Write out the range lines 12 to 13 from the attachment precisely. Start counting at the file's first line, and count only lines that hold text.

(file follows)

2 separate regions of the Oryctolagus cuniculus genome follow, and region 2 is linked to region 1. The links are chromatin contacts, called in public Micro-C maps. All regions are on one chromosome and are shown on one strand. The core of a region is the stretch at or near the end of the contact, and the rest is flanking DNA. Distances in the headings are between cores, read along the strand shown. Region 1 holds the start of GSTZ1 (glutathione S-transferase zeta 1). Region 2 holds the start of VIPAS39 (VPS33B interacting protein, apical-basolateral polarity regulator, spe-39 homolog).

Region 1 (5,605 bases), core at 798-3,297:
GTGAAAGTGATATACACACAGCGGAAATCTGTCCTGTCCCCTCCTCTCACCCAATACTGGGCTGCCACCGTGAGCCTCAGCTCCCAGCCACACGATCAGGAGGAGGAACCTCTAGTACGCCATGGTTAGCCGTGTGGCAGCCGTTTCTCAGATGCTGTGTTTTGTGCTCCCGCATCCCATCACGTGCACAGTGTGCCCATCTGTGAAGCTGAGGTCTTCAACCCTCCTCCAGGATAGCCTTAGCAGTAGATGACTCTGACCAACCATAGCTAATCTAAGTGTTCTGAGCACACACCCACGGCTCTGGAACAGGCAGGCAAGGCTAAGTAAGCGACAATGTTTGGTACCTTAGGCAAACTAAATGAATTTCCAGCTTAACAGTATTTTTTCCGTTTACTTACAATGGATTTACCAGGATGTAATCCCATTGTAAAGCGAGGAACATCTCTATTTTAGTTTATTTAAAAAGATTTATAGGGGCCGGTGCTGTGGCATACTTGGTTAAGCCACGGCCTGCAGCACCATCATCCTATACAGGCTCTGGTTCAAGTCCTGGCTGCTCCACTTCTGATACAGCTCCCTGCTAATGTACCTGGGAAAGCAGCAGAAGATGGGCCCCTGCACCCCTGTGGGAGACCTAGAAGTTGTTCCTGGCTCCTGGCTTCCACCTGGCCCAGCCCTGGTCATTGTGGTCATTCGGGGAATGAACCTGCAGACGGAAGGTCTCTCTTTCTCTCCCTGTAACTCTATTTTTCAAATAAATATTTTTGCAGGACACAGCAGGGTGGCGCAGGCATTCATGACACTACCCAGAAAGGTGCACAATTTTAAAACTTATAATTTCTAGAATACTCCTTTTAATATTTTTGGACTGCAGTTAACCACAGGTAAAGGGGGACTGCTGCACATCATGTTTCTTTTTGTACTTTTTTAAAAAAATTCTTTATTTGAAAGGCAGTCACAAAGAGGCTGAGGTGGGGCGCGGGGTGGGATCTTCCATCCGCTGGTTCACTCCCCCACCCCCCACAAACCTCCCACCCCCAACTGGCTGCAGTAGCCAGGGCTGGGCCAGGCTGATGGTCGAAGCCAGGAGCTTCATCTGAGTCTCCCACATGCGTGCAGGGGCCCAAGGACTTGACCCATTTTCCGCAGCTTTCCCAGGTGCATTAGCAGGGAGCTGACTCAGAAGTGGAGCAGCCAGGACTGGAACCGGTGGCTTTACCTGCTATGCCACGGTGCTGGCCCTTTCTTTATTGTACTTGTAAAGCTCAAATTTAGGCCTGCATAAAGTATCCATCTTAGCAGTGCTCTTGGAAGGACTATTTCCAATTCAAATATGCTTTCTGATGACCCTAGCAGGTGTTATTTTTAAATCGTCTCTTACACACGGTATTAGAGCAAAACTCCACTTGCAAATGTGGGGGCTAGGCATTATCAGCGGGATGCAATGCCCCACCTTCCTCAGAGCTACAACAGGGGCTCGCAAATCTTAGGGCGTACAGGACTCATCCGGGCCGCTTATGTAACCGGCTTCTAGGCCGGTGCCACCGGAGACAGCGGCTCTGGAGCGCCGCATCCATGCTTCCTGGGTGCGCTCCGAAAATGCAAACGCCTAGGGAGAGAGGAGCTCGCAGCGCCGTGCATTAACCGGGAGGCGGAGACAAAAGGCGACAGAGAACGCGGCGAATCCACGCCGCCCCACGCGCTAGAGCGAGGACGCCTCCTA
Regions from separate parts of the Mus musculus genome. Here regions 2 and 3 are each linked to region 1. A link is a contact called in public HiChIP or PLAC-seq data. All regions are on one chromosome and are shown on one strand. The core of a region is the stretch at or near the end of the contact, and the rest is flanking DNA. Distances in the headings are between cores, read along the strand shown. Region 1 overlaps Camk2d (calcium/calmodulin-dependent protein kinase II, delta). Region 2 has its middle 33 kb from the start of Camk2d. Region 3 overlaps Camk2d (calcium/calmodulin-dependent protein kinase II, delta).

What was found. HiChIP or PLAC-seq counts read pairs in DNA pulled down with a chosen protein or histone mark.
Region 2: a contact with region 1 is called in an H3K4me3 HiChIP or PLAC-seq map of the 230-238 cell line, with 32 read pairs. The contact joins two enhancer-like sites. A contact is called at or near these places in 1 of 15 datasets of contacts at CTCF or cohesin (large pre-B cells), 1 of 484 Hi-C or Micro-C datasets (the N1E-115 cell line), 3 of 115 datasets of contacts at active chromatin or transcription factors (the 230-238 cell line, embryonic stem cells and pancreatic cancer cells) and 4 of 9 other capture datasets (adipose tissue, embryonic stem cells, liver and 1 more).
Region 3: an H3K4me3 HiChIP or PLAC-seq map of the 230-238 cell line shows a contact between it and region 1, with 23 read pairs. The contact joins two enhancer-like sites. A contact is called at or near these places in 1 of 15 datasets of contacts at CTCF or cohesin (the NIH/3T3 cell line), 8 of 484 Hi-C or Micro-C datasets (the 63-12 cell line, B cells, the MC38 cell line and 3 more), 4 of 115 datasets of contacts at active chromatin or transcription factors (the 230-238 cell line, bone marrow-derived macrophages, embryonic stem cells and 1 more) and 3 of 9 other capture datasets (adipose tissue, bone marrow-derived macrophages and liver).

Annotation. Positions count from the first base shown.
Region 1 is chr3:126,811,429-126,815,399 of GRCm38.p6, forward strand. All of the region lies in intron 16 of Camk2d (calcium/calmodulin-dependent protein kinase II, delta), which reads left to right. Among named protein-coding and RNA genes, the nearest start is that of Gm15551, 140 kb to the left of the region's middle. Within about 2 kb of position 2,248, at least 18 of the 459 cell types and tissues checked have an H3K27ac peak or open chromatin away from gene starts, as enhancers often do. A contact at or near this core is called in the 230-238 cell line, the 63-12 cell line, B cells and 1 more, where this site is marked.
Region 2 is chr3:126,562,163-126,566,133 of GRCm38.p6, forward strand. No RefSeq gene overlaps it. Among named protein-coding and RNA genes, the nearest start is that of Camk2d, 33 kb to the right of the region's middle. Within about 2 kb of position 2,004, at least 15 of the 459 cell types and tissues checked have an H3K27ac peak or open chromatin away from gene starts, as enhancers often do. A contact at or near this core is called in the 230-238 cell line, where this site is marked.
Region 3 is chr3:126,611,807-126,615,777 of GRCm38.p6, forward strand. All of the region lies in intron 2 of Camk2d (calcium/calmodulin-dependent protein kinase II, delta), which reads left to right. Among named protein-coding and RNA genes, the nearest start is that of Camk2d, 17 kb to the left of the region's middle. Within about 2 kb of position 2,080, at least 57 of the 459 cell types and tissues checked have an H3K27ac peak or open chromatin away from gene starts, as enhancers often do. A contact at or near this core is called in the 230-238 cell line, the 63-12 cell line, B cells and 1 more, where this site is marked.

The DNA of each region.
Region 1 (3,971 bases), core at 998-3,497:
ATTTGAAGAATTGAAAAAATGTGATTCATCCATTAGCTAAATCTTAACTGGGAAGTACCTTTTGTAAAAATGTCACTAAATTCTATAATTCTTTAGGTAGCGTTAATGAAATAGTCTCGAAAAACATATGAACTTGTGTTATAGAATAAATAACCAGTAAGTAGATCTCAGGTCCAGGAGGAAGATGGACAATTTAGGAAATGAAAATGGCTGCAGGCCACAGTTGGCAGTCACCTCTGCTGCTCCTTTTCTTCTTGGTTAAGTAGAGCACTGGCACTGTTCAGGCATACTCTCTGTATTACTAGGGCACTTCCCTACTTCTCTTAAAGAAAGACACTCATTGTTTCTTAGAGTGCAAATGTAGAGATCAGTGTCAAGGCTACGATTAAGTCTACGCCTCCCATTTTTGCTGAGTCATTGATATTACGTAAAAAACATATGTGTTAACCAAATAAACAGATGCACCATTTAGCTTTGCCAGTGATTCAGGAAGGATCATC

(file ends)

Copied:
The DNA of each region.
Region 1 (3,971 bases), core at 998-3,497: